• NASA's Mars rover Curiosity's hole drilled into a rock target, "Cumberland"

NASA's Mars rover Curiosity's hole drilled into a rock target, "Cumberland" (Photo : REUTERS/NASA/Handout)

The so-called Red Planet is only reddish on the surface layer based on a recent photo sent by NASA's Mars Curiosity rover.

The Curiosity rover, which is in the process of drilling and collecting Martian soil, recently sent Earth a photo showing some Martian blue-gray feature.

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The recent Mars photo shows the contrast of reddish Martian surface layer and the planet's blue-gray shade beneath the surface. The soil underneath the Martian grounds is less oxidized, hence less reddish, according to NASA.

A report on weather.com shows a Martian photo that "simulates what humans would see" in terms of how the rocky, iron-rich Mars looks like. This sample shows a somewhat reddish ground surface.

Mars looks red to the naked eye because "a lot of rocks on Mars are full of iron, and when they're exposed to the great outdoors, they 'oxidize' and turn reddish - the same way an old bike left out in the yard gets all rusty," NASA explained.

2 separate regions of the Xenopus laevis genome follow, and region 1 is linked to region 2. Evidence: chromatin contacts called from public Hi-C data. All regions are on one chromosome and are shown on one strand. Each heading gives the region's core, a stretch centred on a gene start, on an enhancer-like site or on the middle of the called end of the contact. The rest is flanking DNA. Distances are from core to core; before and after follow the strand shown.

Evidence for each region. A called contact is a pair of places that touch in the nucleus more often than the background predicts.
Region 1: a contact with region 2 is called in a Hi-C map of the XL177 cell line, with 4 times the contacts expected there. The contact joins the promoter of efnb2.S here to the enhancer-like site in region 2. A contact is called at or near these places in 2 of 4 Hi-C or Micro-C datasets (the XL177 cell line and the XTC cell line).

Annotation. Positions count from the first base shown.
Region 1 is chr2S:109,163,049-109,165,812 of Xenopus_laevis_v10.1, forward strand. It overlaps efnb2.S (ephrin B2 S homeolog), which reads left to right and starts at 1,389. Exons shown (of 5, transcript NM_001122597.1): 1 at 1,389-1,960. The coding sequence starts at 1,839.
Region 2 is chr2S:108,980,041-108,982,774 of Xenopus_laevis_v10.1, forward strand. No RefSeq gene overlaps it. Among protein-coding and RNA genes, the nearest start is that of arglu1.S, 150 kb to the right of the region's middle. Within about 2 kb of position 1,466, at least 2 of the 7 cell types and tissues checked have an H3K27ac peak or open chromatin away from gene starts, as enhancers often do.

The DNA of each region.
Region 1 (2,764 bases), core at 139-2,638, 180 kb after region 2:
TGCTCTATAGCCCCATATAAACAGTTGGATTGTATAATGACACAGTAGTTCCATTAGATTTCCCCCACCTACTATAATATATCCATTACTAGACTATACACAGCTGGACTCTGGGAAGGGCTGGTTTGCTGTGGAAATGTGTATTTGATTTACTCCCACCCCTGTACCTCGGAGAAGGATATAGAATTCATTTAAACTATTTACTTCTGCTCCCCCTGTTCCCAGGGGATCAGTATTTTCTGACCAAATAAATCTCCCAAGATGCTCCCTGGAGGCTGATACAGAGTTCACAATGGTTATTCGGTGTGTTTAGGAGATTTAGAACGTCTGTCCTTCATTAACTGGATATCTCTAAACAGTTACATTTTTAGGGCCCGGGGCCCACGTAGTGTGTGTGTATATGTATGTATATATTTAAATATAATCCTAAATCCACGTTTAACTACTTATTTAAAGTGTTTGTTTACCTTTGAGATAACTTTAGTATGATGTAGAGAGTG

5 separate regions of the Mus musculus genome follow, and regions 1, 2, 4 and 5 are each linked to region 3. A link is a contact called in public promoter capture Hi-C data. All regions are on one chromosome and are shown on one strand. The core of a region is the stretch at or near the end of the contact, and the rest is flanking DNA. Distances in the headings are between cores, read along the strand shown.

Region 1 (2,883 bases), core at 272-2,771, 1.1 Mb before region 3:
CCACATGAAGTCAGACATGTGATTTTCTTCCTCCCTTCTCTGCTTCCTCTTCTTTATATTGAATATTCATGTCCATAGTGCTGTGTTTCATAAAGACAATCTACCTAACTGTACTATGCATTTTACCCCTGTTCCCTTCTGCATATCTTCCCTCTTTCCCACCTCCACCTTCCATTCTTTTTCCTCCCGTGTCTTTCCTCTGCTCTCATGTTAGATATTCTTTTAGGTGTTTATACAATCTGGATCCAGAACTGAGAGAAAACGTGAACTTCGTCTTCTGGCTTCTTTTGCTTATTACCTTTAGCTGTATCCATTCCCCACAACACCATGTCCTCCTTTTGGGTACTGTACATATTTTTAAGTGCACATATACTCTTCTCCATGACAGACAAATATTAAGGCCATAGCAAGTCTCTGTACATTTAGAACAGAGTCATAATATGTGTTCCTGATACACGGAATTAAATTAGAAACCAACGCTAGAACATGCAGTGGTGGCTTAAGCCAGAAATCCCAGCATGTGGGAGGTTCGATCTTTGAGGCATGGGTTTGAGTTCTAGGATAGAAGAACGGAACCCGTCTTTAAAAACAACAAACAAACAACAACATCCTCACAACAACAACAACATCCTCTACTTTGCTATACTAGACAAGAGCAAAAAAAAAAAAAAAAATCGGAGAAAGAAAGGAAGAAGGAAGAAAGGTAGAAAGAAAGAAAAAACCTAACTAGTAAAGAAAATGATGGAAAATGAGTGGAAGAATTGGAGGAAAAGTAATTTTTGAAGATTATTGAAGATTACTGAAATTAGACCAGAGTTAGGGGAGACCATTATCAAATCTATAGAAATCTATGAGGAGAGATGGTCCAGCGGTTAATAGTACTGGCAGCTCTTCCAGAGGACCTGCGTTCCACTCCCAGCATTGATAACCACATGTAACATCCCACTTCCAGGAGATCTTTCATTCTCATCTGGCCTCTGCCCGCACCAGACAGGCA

Schoolkids are taught that Mars is a red planet. Ancient Egyptians also named Mars the "Red One." The planet's photos, however, show different shades depending on camera filters and elements present in the environment. The true color of Mars remains generally reddish as far as its surface is concerned.

"Getting the colors right is not an exact science," Jim Bell, Professor of Astronomy at Cornell is quoted as saying in this old NASA document which explains how astronomical images were taken over a decade ago.

In this NASA Web page is a Curiosity rover photo, "in raw color, as recorded directly by the camera, and has not been white-balanced." Scientists are expected to study the composition of the powdered Martian soil.